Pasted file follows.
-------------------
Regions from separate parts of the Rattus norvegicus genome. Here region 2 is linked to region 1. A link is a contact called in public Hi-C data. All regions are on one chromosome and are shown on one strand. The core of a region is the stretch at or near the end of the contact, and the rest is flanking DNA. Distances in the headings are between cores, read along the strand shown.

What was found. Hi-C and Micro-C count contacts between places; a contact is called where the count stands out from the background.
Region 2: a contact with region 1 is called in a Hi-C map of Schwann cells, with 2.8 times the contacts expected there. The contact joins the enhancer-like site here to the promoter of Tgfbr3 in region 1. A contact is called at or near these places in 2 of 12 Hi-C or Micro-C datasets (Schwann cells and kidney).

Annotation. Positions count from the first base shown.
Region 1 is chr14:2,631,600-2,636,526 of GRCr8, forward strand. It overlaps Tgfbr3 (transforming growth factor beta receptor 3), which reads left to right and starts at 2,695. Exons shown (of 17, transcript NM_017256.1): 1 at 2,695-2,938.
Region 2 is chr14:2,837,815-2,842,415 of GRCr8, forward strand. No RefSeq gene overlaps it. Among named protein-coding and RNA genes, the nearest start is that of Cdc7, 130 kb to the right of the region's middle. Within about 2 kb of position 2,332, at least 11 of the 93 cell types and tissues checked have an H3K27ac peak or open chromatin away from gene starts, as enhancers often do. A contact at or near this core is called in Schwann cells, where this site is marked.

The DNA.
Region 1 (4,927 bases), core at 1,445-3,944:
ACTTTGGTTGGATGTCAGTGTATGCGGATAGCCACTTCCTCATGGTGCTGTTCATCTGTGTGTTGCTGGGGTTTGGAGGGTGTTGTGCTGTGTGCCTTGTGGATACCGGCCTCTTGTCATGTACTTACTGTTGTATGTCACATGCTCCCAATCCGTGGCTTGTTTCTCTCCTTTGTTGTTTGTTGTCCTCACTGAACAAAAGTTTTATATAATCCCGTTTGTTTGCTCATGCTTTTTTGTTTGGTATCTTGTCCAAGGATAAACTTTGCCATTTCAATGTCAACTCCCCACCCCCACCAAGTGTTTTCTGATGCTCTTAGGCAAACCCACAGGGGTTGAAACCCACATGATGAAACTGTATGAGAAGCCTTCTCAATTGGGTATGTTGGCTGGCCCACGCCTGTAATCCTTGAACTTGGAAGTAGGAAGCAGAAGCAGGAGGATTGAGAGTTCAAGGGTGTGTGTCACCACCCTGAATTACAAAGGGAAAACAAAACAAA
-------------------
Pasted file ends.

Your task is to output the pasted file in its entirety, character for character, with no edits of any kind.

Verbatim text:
Regions from separate parts of the Rattus norvegicus genome. Here region 2 is linked to region 1. A link is a contact called in public Hi-C data. All regions are on one chromosome and are shown on one strand. The core of a region is the stretch at or near the end of the contact, and the rest is flanking DNA. Distances in the headings are between cores, read along the strand shown.

What was found. Hi-C and Micro-C count contacts between places; a contact is called where the count stands out from the background.
Region 2: a contact with region 1 is called in a Hi-C map of Schwann cells, with 2.8 times the contacts expected there. The contact joins the enhancer-like site here to the promoter of Tgfbr3 in region 1. A contact is called at or near these places in 2 of 12 Hi-C or Micro-C datasets (Schwann cells and kidney).

Annotation. Positions count from the first base shown.
Region 1 is chr14:2,631,600-2,636,526 of GRCr8, forward strand. It overlaps Tgfbr3 (transforming growth factor beta receptor 3), which reads left to right and starts at 2,695. Exons shown (of 17, transcript NM_017256.1): 1 at 2,695-2,938.
Region 2 is chr14:2,837,815-2,842,415 of GRCr8, forward strand. No RefSeq gene overlaps it. Among named protein-coding and RNA genes, the nearest start is that of Cdc7, 130 kb to the right of the region's middle. Within about 2 kb of position 2,332, at least 11 of the 93 cell types and tissues checked have an H3K27ac peak or open chromatin away from gene starts, as enhancers often do. A contact at or near this core is called in Schwann cells, where this site is marked.

The DNA.
Region 1 (4,927 bases), core at 1,445-3,944:
ACTTTGGTTGGATGTCAGTGTATGCGGATAGCCACTTCCTCATGGTGCTGTTCATCTGTGTGTTGCTGGGGTTTGGAGGGTGTTGTGCTGTGTGCCTTGTGGATACCGGCCTCTTGTCATGTACTTACTGTTGTATGTCACATGCTCCCAATCCGTGGCTTGTTTCTCTCCTTTGTTGTTTGTTGTCCTCACTGAACAAAAGTTTTATATAATCCCGTTTGTTTGCTCATGCTTTTTTGTTTGGTATCTTGTCCAAGGATAAACTTTGCCATTTCAATGTCAACTCCCCACCCCCACCAAGTGTTTTCTGATGCTCTTAGGCAAACCCACAGGGGTTGAAACCCACATGATGAAACTGTATGAGAAGCCTTCTCAATTGGGTATGTTGGCTGGCCCACGCCTGTAATCCTTGAACTTGGAAGTAGGAAGCAGAAGCAGGAGGATTGAGAGTTCAAGGGTGTGTGTCACCACCCTGAATTACAAAGGGAAAACAAAACAAA